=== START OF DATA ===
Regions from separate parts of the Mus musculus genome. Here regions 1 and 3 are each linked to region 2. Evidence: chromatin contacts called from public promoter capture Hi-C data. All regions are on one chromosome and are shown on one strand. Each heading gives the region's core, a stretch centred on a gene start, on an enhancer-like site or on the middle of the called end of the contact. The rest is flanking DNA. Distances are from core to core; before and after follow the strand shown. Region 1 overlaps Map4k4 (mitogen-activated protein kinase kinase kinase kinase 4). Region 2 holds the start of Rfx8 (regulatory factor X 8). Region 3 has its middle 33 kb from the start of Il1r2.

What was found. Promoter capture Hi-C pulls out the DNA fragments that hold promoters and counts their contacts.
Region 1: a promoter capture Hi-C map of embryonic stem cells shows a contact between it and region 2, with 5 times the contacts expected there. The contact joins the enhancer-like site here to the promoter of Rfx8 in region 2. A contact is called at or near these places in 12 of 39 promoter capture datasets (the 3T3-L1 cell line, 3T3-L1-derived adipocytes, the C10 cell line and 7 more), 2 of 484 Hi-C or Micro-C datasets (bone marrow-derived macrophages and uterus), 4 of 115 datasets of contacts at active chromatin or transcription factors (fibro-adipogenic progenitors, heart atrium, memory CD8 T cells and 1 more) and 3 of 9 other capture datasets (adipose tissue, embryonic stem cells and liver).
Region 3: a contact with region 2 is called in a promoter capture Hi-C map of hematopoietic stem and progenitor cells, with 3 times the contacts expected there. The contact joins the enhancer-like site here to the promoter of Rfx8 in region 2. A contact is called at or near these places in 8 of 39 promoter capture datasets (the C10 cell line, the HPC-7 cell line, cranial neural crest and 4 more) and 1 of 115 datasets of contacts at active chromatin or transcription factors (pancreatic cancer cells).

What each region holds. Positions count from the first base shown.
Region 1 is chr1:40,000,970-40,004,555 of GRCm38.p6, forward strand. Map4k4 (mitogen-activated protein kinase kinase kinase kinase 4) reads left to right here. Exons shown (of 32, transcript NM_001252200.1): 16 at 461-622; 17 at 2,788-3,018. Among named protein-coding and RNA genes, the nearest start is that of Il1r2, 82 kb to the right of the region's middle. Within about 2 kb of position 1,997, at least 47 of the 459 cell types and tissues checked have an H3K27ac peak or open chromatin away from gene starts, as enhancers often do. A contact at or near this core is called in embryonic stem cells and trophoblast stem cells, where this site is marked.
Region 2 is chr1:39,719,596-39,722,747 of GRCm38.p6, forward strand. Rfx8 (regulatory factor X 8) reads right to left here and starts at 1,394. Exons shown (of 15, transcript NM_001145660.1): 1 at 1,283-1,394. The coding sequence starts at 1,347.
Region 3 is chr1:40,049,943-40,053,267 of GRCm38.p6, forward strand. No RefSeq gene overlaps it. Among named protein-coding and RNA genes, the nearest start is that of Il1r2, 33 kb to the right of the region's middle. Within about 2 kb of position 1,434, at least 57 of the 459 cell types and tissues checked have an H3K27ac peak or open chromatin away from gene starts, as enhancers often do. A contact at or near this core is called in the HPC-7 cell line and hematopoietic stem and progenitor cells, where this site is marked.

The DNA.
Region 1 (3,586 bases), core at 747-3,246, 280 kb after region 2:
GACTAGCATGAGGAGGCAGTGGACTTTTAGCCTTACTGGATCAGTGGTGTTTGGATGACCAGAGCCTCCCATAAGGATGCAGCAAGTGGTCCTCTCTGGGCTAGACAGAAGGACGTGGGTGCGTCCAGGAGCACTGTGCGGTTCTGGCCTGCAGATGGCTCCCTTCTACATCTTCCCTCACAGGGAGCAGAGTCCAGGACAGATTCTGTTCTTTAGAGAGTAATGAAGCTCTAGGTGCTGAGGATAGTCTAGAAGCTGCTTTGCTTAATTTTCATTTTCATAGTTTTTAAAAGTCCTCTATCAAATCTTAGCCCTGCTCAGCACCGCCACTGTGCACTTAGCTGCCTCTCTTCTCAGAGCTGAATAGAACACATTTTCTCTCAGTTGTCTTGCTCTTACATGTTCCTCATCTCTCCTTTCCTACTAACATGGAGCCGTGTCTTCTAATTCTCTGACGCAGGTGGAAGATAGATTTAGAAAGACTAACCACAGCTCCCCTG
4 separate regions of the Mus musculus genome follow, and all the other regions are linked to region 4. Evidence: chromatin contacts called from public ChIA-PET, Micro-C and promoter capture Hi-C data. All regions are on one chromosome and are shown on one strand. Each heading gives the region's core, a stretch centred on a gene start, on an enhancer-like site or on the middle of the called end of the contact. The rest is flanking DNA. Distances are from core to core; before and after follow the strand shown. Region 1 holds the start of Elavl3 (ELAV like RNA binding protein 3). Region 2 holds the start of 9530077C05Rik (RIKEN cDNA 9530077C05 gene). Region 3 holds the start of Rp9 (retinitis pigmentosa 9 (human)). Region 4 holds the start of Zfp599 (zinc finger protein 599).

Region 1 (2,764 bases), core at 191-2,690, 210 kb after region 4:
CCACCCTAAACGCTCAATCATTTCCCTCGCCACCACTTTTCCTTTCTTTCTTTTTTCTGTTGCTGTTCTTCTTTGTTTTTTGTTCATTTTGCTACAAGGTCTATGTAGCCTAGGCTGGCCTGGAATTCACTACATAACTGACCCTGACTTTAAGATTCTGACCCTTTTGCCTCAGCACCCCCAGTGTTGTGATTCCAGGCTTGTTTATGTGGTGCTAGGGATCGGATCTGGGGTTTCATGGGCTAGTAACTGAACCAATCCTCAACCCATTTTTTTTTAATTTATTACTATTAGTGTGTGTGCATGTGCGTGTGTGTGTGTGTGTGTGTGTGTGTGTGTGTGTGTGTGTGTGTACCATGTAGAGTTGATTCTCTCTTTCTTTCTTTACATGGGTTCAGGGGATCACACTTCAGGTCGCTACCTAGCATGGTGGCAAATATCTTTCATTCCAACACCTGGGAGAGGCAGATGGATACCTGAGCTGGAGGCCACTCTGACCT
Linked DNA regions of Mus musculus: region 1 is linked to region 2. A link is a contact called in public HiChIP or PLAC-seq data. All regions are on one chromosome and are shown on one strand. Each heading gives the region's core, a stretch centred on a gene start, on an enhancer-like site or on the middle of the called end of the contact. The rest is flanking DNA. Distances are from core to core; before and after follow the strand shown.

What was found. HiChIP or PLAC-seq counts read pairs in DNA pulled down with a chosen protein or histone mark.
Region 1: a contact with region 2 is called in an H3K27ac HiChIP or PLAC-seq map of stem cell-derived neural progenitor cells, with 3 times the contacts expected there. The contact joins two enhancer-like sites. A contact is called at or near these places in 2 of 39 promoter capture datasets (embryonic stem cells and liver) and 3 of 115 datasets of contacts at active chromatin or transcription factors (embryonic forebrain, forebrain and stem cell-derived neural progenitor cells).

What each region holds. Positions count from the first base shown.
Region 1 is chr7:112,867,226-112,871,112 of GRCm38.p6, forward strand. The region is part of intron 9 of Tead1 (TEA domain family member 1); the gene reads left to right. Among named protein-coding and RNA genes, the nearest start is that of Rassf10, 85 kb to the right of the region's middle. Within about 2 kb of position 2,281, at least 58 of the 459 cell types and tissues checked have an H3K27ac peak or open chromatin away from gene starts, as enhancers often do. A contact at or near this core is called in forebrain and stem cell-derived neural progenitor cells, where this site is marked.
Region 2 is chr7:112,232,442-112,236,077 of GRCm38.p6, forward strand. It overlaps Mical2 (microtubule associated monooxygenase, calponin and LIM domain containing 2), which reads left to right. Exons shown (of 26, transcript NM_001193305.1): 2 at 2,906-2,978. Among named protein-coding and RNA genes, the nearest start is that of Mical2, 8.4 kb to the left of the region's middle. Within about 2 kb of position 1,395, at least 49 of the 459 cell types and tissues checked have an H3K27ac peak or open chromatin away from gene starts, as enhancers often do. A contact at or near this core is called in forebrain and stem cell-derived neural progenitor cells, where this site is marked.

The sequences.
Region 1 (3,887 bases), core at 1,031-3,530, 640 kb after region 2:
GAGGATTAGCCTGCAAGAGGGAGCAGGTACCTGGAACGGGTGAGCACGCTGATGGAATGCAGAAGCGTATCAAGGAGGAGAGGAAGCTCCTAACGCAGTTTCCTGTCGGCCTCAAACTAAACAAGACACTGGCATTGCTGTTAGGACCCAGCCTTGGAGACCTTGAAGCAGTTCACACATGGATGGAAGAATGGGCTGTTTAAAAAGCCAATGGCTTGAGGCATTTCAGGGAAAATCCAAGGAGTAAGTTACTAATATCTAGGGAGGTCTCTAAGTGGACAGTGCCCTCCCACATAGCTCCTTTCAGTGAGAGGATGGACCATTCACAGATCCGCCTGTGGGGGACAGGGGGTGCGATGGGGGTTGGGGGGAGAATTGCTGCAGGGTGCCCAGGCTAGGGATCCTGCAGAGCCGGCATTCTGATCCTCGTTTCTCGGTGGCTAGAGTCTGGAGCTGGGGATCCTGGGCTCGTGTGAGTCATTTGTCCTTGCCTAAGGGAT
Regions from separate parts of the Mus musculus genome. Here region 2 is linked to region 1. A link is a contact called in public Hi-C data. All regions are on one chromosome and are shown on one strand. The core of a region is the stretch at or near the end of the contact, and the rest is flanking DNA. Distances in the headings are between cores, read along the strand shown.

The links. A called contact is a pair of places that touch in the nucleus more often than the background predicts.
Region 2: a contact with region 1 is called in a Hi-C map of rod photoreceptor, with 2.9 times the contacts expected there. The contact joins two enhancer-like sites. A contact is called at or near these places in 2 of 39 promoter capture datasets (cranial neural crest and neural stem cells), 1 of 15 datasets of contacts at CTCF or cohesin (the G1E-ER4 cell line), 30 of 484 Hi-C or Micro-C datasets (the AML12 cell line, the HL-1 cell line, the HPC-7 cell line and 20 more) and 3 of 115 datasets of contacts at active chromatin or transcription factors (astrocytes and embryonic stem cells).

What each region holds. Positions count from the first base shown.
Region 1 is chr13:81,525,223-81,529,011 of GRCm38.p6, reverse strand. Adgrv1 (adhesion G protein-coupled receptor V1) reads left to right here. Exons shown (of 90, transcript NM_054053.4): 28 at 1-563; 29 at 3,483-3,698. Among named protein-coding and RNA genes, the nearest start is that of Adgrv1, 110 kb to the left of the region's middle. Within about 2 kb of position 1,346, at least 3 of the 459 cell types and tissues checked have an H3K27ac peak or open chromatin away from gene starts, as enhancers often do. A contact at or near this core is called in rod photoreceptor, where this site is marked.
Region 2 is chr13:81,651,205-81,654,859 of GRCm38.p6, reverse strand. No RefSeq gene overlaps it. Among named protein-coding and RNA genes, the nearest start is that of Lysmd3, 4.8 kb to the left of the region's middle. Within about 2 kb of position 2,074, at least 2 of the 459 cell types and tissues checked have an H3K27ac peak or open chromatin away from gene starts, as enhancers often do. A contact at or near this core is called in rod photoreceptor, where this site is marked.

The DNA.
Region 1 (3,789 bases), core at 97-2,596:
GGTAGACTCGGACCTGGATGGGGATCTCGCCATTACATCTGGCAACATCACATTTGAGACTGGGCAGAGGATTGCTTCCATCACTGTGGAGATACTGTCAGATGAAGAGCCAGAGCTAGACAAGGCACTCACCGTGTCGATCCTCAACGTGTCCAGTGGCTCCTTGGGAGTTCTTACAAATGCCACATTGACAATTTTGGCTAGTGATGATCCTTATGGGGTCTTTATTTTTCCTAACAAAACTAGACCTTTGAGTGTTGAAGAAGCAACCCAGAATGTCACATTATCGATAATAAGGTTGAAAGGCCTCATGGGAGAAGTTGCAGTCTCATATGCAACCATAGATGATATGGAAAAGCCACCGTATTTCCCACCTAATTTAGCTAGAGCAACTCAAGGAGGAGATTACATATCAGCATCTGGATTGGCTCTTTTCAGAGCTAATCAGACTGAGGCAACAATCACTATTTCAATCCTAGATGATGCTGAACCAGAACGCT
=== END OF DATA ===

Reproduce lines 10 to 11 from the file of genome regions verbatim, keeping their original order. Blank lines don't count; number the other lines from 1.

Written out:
Region 1 (3,586 bases), core at 747-3,246, 280 kb after region 2:
GACTAGCATGAGGAGGCAGTGGACTTTTAGCCTTACTGGATCAGTGGTGTTTGGATGACCAGAGCCTCCCATAAGGATGCAGCAAGTGGTCCTCTCTGGGCTAGACAGAAGGACGTGGGTGCGTCCAGGAGCACTGTGCGGTTCTGGCCTGCAGATGGCTCCCTTCTACATCTTCCCTCACAGGGAGCAGAGTCCAGGACAGATTCTGTTCTTTAGAGAGTAATGAAGCTCTAGGTGCTGAGGATAGTCTAGAAGCTGCTTTGCTTAATTTTCATTTTCATAGTTTTTAAAAGTCCTCTATCAAATCTTAGCCCTGCTCAGCACCGCCACTGTGCACTTAGCTGCCTCTCTTCTCAGAGCTGAATAGAACACATTTTCTCTCAGTTGTCTTGCTCTTACATGTTCCTCATCTCTCCTTTCCTACTAACATGGAGCCGTGTCTTCTAATTCTCTGACGCAGGTGGAAGATAGATTTAGAAAGACTAACCACAGCTCCCCTG